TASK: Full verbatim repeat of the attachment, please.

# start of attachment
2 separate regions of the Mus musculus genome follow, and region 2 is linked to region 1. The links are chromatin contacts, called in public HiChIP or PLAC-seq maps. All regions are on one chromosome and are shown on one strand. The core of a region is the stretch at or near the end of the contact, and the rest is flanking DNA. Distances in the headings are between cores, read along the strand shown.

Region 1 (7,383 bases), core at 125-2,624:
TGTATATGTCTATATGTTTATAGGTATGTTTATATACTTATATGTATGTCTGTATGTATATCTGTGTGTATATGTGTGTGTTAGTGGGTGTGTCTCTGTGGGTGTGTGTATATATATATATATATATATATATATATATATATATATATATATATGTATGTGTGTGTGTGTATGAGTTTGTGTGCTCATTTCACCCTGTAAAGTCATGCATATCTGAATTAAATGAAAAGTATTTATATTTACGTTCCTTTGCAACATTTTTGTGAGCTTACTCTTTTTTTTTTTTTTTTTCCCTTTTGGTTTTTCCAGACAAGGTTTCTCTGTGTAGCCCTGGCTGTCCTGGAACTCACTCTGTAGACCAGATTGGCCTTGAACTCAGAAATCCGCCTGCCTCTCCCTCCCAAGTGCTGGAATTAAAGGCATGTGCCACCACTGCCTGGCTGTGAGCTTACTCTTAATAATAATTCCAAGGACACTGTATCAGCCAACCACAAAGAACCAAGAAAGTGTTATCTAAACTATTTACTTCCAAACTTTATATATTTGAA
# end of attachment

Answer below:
2 separate regions of the Mus musculus genome follow, and region 2 is linked to region 1. The links are chromatin contacts, called in public HiChIP or PLAC-seq maps. All regions are on one chromosome and are shown on one strand. The core of a region is the stretch at or near the end of the contact, and the rest is flanking DNA. Distances in the headings are between cores, read along the strand shown.

Region 1 (7,383 bases), core at 125-2,624:
TGTATATGTCTATATGTTTATAGGTATGTTTATATACTTATATGTATGTCTGTATGTATATCTGTGTGTATATGTGTGTGTTAGTGGGTGTGTCTCTGTGGGTGTGTGTATATATATATATATATATATATATATATATATATATATATATATATGTATGTGTGTGTGTGTATGAGTTTGTGTGCTCATTTCACCCTGTAAAGTCATGCATATCTGAATTAAATGAAAAGTATTTATATTTACGTTCCTTTGCAACATTTTTGTGAGCTTACTCTTTTTTTTTTTTTTTTTCCCTTTTGGTTTTTCCAGACAAGGTTTCTCTGTGTAGCCCTGGCTGTCCTGGAACTCACTCTGTAGACCAGATTGGCCTTGAACTCAGAAATCCGCCTGCCTCTCCCTCCCAAGTGCTGGAATTAAAGGCATGTGCCACCACTGCCTGGCTGTGAGCTTACTCTTAATAATAATTCCAAGGACACTGTATCAGCCAACCACAAAGAACCAAGAAAGTGTTATCTAAACTATTTACTTCCAAACTTTATATATTTGAA